Northern Cape based 9-year-old, Oreokame Sehularo, has not led the average life of most young boys his age as he fought through a number of critical medical diagnoses since birth. Oreokame is a fun-loving child who is crazy about jumping castles and birthday parties. Unfortunately, having frequented the hospital for most of his life, his first real birthday party at home was at the age of 7. With the help of the community, Oreokame can have the most memorable 10th birthday ever with many more to come.
Being the tenacious boy his family lovingly know him as, Oreokame has overcome and towered over many of his challenges save the grave diagnosis that came in 2016 when he was diagnosed with Fanconi Anaemia, a rare disease that mainly affects the bone marrow. Five years and numerous intensive treatments later, doctors at the Unitas Paediatric Oncology Unit have confirmed that Oreokame is currently transfusion dependent and desperately needs a life-saving blood stem cell transplant. Oreokame’s family members have been tested and are sadly not a match for him so he now has to find an unrelated donor match, the chances of which are 1 in 100 000 within one’s own ethnic group.
DKMS Africa Country Executive Director, Alana James, says “We have been deeply moved by Oreokame’s plight and are urging everyone who can assist him and many other children like him to register to become stem cell donors. We want to make sure that his 10th birthday is his most memorable and are asking the South African community to help us make this possible.”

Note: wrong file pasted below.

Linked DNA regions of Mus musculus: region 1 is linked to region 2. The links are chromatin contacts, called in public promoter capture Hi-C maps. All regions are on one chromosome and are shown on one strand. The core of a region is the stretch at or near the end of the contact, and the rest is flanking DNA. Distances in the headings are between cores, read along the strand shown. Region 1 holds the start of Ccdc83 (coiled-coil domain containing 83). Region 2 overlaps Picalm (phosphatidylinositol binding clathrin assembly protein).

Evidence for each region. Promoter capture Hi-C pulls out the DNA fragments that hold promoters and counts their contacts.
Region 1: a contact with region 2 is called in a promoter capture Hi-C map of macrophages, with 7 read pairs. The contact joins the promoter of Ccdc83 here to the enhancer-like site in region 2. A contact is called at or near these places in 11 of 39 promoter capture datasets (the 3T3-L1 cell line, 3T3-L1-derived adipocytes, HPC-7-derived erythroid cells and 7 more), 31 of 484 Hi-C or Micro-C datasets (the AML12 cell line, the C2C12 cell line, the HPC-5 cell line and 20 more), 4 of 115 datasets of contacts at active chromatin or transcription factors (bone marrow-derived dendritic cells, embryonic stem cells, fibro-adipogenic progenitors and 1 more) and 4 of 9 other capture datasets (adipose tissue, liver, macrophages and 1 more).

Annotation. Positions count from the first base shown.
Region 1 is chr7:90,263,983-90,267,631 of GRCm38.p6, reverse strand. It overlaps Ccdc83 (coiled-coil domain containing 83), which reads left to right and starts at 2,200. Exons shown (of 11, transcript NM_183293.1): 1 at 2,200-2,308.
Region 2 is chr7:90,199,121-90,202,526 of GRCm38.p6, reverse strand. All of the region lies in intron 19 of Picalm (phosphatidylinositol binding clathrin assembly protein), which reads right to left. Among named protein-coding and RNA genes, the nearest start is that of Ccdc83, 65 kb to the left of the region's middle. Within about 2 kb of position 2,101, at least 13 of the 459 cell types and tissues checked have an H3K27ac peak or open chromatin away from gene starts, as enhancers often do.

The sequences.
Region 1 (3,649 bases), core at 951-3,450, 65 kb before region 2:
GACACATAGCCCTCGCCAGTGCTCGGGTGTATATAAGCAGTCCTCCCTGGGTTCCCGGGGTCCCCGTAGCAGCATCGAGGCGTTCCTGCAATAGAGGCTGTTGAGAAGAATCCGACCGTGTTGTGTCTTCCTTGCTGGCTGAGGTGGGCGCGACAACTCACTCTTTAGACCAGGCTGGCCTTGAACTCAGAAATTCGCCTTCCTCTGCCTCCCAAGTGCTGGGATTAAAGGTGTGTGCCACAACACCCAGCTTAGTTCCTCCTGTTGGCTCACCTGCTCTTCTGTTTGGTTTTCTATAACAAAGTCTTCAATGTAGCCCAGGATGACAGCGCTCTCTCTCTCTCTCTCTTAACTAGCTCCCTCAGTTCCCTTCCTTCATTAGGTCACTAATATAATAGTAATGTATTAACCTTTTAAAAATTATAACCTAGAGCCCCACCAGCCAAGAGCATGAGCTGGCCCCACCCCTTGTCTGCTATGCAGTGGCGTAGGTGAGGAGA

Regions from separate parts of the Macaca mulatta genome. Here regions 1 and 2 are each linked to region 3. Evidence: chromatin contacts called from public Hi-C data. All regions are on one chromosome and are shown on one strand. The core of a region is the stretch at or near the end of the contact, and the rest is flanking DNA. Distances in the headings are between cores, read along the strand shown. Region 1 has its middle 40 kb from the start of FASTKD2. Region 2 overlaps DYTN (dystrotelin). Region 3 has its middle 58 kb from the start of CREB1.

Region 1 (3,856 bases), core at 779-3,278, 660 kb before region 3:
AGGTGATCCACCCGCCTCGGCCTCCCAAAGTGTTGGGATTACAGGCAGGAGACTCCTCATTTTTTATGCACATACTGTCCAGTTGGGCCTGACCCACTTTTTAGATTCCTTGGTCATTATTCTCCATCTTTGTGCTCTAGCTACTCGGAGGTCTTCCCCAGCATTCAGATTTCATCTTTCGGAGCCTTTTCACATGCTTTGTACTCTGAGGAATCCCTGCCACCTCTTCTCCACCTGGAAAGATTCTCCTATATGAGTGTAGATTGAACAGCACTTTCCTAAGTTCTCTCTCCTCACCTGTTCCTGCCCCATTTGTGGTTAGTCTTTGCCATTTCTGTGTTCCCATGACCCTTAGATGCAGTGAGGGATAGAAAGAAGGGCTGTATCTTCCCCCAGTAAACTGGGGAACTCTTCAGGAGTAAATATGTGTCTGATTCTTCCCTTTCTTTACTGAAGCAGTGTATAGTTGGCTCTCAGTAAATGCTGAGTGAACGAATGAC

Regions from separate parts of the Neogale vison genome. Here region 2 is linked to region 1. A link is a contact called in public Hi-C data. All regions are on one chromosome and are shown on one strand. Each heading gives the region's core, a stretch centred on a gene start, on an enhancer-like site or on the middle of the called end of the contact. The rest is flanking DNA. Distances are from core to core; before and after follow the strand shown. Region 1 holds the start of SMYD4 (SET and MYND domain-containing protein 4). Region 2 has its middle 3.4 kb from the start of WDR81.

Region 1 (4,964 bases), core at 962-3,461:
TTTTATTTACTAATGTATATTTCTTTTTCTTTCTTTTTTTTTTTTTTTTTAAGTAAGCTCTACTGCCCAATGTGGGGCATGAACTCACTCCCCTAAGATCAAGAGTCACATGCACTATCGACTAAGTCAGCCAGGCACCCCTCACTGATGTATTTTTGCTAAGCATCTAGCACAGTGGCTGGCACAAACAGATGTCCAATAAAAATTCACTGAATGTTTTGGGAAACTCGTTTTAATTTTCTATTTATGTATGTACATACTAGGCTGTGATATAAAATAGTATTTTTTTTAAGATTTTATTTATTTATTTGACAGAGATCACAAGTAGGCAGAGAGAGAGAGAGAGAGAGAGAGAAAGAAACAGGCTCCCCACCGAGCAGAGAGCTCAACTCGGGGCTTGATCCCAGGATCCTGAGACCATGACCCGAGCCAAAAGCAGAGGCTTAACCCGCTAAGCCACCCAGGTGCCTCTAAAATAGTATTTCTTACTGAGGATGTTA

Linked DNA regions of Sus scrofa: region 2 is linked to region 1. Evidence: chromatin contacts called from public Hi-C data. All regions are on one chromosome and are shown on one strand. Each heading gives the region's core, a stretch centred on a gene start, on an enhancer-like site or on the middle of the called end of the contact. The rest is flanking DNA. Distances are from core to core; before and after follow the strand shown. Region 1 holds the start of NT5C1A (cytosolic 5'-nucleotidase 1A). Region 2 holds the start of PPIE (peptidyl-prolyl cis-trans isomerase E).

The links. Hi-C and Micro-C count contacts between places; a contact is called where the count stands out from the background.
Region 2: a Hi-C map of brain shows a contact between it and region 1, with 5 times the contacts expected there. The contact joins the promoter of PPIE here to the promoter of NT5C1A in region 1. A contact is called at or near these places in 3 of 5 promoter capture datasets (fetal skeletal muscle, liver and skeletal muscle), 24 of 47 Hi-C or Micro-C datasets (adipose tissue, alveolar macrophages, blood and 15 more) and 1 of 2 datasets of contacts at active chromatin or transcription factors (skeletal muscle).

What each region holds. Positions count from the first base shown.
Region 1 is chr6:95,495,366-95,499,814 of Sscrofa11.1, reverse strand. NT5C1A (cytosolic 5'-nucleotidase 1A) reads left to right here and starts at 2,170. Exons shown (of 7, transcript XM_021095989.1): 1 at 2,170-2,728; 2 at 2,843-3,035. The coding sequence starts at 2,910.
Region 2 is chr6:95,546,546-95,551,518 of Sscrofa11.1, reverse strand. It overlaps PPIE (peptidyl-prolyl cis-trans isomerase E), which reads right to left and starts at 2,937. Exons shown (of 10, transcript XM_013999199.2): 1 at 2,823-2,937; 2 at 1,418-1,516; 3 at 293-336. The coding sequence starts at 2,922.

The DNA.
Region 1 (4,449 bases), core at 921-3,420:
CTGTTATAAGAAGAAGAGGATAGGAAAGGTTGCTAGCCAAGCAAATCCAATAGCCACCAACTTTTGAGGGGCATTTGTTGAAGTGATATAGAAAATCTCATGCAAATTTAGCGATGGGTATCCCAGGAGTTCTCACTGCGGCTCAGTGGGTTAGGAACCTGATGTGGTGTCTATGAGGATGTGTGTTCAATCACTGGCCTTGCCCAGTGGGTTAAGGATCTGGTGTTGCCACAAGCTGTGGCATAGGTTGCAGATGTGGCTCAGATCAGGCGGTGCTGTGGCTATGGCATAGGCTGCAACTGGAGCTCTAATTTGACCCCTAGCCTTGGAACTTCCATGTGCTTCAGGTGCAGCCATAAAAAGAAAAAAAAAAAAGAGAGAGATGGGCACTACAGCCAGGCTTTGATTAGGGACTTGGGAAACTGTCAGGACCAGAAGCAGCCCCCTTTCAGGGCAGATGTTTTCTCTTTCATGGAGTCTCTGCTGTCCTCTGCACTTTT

DKMS Africa helps with patients across South Africa, assisting them to get a transplant.
The old African proverb ‘it takes a village to raise a child’, could not be more relevant than now. The South African community is urged to rally around Oreokame and not only help him to survive but to thrive with a life that is healthy and full, one that he has lacked thus far but so richly deserves.
“The Sehularo family, together with DKMS Africa, are sending out an appeal to as many eligible people as possible to register, especially those of Black African descent. Patients of colour are at a distinct disadvantage due to the low number of registered donors from Black, Coloured and Indian population groups in the global donor database.
Every new donor registered gives hope to Oreokame and patients like him.
Anyone who is healthy and between the ages of 18 and 55 is eligible to register and if one is a successful match, the process of donating blood stem cells is as painless as donating blood, much like donating blood platelets.
DKMS Africa, formerly known as The Sunflower Fund, is the South African entity of the global DKMS family. DKMS is a stem cell donor registry and has registered over 10.6 million donors worldwide. To register as a donor is a quick and simple process which involves a non-invasive cheek swab. Once you have registered online, a swab kit is sent to you via courier and then collected when you have completed the process.